About Us
Message from the Head of School

Thoughts from Paul

September 25, 2020
 
A few words about record keeping, and why it is so important for us right now.
 
But first, a big shout out to our Middle School students.  One of the perks of Middle School, in addition to Friday skiing and running a pizza business, is getting to read to Children’s House friends.  Since they cannot do this in person, the students decided to record themselves reading some of their favorite books. The recordings will be posted on Children’s House class websites so students can watch them at home with their families. This is their way of connecting to the community.
 
Now to record keeping.  Your daily health screening form is the basic building block that allows us to track the health of our school community. The daily screening tells us who is healthy and who is not.  It also helps us log absences.  If someone is out for a medical reason, we follow up with a phone call to discuss symptoms and next steps. We follow up until the student or staff member returns to school.
 
We log this information in the secure Nurse’s Office tab in our Student Management System.   It is our tracking tool.  We know how many in our community have been tested for COVID, and the outcomes, and how many have quarantined.  We know when a doctor has recommended against testing.  This data helps us make sure we are on top of health issues, to see patterns and trends, and to make responsible decisions.
 
We plan to share a high-level summary of this data with you in the form of a monthly Community Health Dashboard.  I think it is important that we all know how we are doing, and how much the daily steps that we each take contribute to the health of our community.
 
Be safe friends,

Paul


September 18, 2020
 
There are two important things that I want to share with you this week.
 
The first is that on Thursday our EEC Licensor made her annual inspection visit.  This included a detailed review of all of our logs and records (attendance, health forms, emergency procedures, personnel files, etc.) and an on-site visit and safety inspection.  She did the full campus visit via FaceTime.  The result is that we are in full compliance with EEC regulations, which means that, even with all of the extra attention and effort COVID-19  is requiring, we are not neglecting the details.  In fact, we are doing them better.  A huge thank you to all faculty and staff for this.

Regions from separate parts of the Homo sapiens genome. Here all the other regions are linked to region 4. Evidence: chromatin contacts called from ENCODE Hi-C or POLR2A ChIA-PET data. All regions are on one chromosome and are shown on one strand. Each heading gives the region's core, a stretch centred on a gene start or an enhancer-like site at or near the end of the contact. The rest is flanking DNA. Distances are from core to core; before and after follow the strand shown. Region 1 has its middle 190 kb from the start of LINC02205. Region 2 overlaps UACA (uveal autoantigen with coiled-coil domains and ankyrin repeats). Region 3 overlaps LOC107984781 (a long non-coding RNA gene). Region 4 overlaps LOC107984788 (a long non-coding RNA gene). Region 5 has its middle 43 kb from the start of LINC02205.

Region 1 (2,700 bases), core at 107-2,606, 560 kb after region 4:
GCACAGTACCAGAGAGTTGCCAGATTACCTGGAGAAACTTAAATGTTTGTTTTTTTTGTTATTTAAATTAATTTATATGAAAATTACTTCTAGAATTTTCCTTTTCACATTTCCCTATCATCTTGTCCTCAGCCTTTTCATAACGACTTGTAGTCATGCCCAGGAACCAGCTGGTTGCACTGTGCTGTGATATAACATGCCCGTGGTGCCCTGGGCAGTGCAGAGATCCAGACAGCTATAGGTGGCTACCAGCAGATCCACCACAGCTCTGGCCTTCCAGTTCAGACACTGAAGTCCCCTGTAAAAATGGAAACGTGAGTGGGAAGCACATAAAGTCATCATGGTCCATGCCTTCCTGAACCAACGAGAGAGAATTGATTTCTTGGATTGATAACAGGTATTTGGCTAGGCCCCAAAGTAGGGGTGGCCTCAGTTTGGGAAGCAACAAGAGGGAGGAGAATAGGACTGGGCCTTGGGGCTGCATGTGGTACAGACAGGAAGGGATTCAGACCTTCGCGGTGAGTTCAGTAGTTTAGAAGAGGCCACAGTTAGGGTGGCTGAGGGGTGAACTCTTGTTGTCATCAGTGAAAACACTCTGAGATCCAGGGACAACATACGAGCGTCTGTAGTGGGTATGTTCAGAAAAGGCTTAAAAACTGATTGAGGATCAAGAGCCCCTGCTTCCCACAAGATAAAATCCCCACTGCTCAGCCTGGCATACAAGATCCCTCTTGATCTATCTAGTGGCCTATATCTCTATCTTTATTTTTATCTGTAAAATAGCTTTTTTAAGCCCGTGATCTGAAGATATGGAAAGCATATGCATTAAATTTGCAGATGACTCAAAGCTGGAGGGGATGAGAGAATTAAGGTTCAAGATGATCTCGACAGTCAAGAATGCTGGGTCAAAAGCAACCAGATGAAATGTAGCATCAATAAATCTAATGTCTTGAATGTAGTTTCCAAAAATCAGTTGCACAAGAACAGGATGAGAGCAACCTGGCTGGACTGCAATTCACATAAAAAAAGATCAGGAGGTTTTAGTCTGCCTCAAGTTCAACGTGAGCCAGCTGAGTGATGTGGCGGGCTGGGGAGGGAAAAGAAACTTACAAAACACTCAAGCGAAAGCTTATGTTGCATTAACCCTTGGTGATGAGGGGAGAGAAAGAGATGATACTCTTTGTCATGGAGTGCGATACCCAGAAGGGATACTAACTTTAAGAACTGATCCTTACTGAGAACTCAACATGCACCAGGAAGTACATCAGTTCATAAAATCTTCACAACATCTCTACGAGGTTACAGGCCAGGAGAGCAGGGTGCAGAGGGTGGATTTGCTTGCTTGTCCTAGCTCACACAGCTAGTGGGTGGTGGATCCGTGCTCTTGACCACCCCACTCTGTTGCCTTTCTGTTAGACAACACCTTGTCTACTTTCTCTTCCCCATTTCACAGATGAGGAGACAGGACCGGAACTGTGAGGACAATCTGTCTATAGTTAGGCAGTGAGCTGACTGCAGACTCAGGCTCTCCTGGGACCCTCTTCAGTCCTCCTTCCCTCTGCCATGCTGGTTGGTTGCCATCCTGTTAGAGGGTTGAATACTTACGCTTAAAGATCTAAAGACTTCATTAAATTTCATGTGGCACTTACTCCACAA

The second is that Tachou Brown and Purvi Harley have agreed to co-chair the Parent Association this year.  The PA is an important partner in helping us to build community.  This year will present challenges as we cannot hold our traditional in-person events, but I am certain that we will figure out creative ways to connect and network.  A virtual Curriculum Spotlight presentation means you do not have to hire a sitter in order to attend.  You can expect to hear from Tachou and Purvi soon.
 
Finally, I am thinking about a brief conversation I had this week, in which the other person said, “Well, now that school is open you can relax.”  That would be nice, but the answer is no we cannot.  We all need to continue to wear our masks, wash our hands, and respect social distance.  These things are just part of what we do and model, like saying thank you, holding doors, and respecting each other.  Our children get it, and it is not stopping them from being happy to be in school, engaging.
 
Be safe friends,
Paul



September 11, 2020
 
This weekend marks six months since we were forced to suspend on-campus learning.  It has been quite a journey.
 
We had to move quickly from onsite to online, delivering virtual curricula and resources daily.   We Zoomed. We navigated the ever-changing public health and regulatory landscape, and we acquired a new vocabulary: pods, cohorts, etc.  We kept on Zooming. We ran a successful summer program, and practiced social distancing, hand washing, and wearing masks.  We Zoomed some more. We made classes smaller and rearranged spaces.  And here we are, at the end of week one.
 
For me, through all of this, there have been two constants.  The first is knowing that there will always be something new around the next corner, and the second is that whatever that may be, we, working together, will figure out how to deal with it.  We share a common purpose, and as we work together, we are building a stronger school community.